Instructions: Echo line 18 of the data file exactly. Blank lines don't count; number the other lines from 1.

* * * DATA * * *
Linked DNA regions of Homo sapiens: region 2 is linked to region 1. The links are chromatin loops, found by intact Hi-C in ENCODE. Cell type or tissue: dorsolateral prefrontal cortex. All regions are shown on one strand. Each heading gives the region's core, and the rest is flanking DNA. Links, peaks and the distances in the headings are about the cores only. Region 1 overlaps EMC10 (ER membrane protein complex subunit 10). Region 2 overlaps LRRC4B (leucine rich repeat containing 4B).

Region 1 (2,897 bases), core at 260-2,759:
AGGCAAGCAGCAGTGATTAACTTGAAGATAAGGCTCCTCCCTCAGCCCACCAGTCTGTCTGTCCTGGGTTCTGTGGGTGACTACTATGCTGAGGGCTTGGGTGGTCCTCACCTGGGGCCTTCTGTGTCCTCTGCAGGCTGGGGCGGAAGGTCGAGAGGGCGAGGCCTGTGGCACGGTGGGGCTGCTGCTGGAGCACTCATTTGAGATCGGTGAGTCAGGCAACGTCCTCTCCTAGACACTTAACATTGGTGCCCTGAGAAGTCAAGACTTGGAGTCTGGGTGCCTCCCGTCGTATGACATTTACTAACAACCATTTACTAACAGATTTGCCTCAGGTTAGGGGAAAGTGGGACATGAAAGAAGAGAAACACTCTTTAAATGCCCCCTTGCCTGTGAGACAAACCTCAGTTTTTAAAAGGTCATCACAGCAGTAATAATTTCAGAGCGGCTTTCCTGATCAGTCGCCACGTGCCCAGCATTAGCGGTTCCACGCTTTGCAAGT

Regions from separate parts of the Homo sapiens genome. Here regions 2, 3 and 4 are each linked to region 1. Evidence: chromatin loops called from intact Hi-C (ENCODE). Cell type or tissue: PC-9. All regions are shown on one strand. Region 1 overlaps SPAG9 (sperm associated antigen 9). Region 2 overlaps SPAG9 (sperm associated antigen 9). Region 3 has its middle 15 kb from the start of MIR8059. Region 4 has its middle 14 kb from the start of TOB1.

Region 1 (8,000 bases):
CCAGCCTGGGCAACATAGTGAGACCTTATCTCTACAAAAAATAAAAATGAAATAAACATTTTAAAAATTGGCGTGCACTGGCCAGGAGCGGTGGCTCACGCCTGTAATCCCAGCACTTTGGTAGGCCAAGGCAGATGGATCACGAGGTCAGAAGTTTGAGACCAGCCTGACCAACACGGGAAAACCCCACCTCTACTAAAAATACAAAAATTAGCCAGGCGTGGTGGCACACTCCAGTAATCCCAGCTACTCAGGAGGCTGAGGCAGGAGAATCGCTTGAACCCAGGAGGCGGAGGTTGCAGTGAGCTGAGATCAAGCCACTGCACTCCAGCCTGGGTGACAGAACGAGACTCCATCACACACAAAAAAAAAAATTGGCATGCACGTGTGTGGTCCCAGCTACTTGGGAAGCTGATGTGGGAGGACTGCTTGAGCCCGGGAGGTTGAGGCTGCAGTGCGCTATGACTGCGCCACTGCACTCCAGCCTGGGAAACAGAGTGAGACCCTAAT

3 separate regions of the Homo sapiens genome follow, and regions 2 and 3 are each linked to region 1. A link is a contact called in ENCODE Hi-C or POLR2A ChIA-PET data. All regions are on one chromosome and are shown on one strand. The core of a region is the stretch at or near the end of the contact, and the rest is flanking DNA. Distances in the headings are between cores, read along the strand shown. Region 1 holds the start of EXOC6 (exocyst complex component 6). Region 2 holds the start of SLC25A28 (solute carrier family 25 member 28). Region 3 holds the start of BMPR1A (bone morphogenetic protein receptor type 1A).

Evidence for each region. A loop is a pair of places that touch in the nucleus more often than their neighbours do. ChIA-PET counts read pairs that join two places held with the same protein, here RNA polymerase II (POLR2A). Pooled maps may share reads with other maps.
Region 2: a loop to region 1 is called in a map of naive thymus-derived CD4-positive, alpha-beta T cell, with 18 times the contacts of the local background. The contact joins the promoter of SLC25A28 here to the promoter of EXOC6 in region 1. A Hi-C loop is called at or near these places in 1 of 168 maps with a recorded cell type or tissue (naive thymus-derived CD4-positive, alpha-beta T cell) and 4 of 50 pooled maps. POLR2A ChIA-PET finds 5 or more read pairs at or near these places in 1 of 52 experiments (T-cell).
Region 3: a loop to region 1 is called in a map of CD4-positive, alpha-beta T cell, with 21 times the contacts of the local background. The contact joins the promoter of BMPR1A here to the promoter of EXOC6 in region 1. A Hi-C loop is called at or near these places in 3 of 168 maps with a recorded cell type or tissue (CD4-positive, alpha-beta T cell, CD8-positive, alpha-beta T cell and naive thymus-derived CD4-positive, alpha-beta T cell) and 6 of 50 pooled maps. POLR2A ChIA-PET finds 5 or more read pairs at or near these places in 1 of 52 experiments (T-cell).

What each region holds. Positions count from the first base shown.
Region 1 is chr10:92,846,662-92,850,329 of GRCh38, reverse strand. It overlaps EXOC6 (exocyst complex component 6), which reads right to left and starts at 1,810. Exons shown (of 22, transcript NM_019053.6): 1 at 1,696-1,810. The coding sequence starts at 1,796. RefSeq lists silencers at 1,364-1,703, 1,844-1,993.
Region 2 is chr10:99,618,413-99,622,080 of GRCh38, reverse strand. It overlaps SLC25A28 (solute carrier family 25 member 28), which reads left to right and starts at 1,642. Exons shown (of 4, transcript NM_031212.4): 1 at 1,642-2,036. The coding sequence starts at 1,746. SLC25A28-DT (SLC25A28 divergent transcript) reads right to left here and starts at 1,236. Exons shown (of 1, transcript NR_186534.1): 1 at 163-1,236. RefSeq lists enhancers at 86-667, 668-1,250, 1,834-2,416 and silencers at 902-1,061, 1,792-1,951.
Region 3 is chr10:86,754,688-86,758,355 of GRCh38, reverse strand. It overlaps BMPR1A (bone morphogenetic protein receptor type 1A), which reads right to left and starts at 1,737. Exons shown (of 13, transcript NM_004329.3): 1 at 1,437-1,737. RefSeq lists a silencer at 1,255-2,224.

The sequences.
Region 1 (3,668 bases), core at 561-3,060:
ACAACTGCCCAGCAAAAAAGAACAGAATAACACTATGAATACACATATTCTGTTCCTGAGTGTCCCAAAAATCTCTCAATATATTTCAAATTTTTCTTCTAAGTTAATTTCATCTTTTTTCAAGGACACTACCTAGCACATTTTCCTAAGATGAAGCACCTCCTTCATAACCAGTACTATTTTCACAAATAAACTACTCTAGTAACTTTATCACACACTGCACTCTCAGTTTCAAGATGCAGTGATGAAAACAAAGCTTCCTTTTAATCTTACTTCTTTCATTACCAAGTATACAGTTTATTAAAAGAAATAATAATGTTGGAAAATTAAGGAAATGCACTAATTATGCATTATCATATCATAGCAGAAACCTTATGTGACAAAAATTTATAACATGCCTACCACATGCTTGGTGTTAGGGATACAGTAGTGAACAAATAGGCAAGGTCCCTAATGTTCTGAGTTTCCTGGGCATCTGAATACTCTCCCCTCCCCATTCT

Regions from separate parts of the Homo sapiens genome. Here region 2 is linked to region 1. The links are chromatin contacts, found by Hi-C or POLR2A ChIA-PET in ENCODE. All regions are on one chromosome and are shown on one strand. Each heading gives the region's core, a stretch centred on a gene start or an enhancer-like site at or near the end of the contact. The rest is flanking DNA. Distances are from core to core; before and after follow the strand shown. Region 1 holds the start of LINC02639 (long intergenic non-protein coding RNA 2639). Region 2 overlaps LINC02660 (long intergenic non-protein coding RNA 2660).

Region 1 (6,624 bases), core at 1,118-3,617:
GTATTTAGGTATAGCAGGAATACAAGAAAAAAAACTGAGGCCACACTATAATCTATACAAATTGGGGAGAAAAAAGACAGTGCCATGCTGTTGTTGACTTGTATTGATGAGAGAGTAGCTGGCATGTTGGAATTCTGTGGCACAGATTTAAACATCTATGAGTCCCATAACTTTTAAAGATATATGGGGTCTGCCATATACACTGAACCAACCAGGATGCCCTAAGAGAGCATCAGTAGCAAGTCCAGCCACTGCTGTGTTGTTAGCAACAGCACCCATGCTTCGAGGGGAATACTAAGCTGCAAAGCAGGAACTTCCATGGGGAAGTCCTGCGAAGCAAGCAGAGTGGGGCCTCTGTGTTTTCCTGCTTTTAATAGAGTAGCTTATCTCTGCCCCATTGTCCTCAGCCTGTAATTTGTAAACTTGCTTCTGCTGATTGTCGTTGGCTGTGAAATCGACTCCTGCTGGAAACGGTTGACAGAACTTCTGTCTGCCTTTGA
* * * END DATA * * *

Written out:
Regions from separate parts of the Homo sapiens genome. Here region 2 is linked to region 1. The links are chromatin contacts, found by Hi-C or POLR2A ChIA-PET in ENCODE. All regions are on one chromosome and are shown on one strand. Each heading gives the region's core, a stretch centred on a gene start or an enhancer-like site at or near the end of the contact. The rest is flanking DNA. Distances are from core to core; before and after follow the strand shown. Region 1 holds the start of LINC02639 (long intergenic non-protein coding RNA 2639). Region 2 overlaps LINC02660 (long intergenic non-protein coding RNA 2660).